Month: May 2016

What I Hated the Least Today 152/365: Card

The picture above shows not my card but a mock card whose middle strip slides out and lo, it’s a USB drive. I never used it because I would feel like an idiot, inserting a card into a PC (and perhaps expecting an electronic payment will take place). My actual renewed card arrived by post today.

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What I Hated the Least Today 151/365: Trainspotting

Whenever I don’t know what to blog about, I blog about Trainspotting. It’s my favourite childhood film (sic) and one of my favourite books. The book is better than the movie, but the movie is good enough to have achieved a cult status in my book (see what I did here?). Trainspotting still matters. A sequel to the

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What I Hated the Least Today 150/365: Lifestyle

I’m scared of people who take a perfectly normal thing, like eating or exercising, and turn it into a whole lifestyle, so making it somewhat abnormal. The trouble is that people with a conscious lifestyle (orthodox yogis, vegetarians, non-gluten eaters, you name it) tend to spread their enlightenment like crusaders. I found myself very uplifted when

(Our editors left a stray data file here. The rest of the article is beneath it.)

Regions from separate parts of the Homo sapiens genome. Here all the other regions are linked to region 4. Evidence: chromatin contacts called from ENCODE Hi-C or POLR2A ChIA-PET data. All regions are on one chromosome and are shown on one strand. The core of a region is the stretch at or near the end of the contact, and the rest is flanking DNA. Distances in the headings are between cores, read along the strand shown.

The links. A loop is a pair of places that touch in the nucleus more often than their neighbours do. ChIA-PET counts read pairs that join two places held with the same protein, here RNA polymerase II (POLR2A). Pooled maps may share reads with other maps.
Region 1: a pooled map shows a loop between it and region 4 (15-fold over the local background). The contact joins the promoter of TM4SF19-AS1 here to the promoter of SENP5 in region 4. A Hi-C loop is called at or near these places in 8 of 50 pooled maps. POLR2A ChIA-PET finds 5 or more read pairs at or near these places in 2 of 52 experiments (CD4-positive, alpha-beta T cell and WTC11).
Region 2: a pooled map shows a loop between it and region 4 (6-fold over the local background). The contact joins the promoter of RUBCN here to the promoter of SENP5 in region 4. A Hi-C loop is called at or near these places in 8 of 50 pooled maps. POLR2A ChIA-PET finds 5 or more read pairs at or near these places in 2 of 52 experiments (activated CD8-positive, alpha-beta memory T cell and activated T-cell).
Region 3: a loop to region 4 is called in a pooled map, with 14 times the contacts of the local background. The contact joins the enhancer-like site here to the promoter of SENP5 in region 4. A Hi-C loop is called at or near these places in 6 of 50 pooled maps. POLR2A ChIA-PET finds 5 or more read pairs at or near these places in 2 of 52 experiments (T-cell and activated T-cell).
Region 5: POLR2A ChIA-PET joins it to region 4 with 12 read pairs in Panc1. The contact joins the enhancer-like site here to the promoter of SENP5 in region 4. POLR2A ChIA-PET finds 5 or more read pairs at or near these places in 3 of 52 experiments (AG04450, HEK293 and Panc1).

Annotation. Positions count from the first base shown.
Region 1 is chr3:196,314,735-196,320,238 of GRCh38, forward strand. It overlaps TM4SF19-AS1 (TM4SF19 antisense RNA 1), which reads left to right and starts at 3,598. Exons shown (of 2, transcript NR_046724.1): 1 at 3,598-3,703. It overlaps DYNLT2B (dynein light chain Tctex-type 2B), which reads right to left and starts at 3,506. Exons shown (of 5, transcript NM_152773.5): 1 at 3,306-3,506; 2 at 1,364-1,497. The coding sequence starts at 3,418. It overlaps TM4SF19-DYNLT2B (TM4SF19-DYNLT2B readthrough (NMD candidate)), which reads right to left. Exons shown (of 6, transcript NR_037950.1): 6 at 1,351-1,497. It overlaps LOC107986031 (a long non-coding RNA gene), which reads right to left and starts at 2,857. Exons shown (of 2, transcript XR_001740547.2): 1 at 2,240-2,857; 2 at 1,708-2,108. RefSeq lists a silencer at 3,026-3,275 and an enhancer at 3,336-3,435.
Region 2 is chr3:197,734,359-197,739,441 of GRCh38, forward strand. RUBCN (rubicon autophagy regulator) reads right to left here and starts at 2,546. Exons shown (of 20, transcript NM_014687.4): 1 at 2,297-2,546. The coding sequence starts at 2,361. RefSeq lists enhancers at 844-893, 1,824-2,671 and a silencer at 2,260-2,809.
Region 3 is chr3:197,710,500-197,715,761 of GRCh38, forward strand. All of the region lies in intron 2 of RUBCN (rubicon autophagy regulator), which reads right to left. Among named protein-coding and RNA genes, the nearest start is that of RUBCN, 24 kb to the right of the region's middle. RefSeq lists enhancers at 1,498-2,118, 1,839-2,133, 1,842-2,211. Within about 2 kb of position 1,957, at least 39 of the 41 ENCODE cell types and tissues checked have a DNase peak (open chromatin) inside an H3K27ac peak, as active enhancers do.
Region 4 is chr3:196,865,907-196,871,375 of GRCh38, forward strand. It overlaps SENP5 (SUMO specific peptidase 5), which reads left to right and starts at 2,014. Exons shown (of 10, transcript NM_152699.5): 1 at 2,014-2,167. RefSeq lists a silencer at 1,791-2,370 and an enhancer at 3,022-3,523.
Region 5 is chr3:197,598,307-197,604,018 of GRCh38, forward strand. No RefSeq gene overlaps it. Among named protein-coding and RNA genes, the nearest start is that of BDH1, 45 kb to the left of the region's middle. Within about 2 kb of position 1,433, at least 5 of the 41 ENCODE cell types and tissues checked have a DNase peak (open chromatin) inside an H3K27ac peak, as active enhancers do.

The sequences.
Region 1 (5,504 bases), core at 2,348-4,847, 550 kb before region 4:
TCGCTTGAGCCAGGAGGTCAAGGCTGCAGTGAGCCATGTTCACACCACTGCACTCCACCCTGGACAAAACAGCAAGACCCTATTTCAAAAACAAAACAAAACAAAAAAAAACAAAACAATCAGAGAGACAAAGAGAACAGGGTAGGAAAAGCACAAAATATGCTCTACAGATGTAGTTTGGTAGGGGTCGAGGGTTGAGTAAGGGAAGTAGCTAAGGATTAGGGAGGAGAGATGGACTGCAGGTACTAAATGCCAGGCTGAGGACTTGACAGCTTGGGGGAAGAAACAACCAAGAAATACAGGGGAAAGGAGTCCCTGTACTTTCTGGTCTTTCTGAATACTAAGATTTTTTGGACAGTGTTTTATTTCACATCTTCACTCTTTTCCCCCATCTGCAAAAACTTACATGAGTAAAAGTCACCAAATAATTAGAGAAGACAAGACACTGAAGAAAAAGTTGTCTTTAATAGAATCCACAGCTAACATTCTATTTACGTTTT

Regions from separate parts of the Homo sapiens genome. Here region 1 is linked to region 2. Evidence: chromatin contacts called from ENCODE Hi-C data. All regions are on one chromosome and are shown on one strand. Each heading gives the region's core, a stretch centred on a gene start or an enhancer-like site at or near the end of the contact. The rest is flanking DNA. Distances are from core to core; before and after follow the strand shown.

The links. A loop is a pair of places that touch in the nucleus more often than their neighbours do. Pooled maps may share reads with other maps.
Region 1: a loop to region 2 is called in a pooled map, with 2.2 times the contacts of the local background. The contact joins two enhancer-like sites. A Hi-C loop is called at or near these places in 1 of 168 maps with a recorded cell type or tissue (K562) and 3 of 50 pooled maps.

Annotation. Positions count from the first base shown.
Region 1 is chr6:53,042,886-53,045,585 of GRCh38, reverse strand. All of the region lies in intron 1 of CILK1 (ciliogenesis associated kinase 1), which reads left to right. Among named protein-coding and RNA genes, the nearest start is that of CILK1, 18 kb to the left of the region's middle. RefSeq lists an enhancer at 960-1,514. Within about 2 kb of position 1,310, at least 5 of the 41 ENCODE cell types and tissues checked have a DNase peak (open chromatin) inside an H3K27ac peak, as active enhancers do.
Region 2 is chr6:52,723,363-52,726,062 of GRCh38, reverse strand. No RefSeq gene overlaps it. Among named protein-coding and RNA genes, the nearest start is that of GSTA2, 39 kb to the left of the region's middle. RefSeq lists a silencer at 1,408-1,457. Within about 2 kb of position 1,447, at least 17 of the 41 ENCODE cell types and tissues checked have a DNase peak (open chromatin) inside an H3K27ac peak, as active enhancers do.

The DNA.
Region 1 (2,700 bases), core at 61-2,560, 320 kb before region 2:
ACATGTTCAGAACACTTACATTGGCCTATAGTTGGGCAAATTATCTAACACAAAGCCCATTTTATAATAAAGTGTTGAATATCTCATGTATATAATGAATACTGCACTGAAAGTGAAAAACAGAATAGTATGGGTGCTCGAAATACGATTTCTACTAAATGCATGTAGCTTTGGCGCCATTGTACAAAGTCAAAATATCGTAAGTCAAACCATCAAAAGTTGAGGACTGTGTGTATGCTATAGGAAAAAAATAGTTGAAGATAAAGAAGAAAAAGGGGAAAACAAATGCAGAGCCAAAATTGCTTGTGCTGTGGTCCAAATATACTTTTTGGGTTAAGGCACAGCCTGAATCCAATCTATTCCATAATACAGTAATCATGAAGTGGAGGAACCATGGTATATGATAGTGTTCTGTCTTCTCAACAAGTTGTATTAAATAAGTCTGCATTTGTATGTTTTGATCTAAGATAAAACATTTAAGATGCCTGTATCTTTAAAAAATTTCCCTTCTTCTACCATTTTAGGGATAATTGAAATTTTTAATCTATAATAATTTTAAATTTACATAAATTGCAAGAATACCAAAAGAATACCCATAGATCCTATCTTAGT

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What I Hated the Least Today 149/365: Last Day

My last day at work (for the moment, not forever) started early and poorly. The night before, my Wi-Fi had died in my arms and despite the tender loving care it promptly received, it failed to revive. I went to bed immediately after that since I had no clue what to do without Wi-Fi. (Feel

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What I Hated the Least Today 148/365: Eating Out

I never eat out—except when I do, of course. I did so when I had two hours to pass away before my return bus’s departure when I finished teaching/examining. I could have taken the more expensive, less comfortable and Wi-Fi-less train, but I’m loyal to my preferred bus service (less expensive, more comfortable and Wi-Fi-equipped).

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What I Hated the Least Today 147/365: Invigilation

Invigilating students writing tests is arguably the most boring part of teaching. When I was a student myself, teachers would bring newspapers to amuse themselves with while sitting for hours on end in oppressive classrooms and wondering whether the students have unionised already and will stage a revolution to overthrow the tyranny of the teacher.

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